In order to make mortgage loans available to more low-income and first-time homebuyers, Fannie Mae and Freddie Mac have started backing mortgages with down payments as low as 3 percent of the home’s price. These so-called low-down mortgages have both pluses and minuses, and may or may not fit your unique situation.
On one hand, putting the customary 20 percent down enables a borrower to avoid paying mortgage insurance (PMI) and may reduce the mortgage interest rate. On the other hand, mortgage interest rates are already at historically low levels, so it might be advantageous to use down-payment cash to pay off high-interest credit cards or personal debt.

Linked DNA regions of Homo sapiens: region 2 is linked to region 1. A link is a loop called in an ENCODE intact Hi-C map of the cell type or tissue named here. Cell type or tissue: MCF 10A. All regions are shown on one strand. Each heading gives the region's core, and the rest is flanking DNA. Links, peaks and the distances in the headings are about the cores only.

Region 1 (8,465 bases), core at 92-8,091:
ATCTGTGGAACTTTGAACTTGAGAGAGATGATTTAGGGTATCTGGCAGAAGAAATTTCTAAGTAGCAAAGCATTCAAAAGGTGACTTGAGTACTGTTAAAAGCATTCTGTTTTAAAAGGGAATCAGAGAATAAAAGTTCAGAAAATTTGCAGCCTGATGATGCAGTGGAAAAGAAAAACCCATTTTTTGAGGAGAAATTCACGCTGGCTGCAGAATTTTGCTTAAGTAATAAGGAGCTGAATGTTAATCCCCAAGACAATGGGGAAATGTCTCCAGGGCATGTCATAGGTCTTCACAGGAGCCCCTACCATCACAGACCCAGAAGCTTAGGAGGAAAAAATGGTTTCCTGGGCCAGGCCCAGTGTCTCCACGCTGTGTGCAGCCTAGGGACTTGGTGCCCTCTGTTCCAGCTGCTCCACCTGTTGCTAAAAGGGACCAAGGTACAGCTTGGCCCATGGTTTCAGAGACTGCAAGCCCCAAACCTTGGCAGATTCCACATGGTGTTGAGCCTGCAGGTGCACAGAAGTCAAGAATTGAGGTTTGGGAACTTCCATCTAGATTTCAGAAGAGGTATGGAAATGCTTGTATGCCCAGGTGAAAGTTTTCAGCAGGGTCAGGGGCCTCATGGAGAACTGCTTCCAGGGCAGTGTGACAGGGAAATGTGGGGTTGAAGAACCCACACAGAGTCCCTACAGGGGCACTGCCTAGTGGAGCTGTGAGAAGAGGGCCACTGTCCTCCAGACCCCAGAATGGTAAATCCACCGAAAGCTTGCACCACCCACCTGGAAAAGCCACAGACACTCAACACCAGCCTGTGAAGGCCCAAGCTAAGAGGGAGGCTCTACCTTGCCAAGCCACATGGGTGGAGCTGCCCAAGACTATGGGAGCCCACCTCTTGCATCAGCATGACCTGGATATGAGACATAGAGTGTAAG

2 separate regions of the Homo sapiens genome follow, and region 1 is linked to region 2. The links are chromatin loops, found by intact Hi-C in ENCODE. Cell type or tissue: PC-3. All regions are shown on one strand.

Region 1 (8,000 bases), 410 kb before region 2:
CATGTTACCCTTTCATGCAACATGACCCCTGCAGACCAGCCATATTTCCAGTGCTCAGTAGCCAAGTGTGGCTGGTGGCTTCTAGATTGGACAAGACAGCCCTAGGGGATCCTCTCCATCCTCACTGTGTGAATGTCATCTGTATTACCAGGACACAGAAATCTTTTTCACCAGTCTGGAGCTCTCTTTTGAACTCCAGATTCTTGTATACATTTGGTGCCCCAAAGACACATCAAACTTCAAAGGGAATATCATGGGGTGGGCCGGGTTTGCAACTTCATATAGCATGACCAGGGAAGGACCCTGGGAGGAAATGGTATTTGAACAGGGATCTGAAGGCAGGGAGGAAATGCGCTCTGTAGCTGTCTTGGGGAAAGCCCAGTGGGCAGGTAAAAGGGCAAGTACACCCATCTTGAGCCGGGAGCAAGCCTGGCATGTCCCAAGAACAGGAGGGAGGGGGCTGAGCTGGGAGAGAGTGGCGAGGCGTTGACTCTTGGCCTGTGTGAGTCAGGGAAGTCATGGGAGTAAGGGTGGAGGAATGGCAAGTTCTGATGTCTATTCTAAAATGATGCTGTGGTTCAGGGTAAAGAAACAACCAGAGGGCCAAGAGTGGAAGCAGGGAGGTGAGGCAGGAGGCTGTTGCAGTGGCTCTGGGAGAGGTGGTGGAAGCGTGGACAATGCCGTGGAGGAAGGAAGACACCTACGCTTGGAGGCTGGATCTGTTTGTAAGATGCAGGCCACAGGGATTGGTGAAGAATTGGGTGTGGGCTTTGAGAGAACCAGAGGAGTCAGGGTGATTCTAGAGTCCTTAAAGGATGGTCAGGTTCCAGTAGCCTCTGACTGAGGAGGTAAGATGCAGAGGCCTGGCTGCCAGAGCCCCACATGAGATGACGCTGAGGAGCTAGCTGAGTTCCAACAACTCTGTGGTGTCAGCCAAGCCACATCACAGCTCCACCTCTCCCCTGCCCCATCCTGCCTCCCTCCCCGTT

Before deciding, you should calculate how much you’d actually save by paying off higher interest debt, and the impact a higher mortgage rate and PMI would have on your monthly mortgage payments. Also consider factors such as how much debt you have, the interest rate on your existing debt, and how large a mortgage you want to qualify for.
Based on this information, your other assets, your credit history, and your down payment, the bank or broker will determine how large a mortgage they can offer you and at what rate.
Generally, it makes sense to pay down existing debt if you want to max out your mortgage loan. It’s almost always better to trade high-interest debt for low-interest debt. Moreover, you can deduct mortgage interest on your taxes and thereby further reduce the effective rate you pay on your home loan.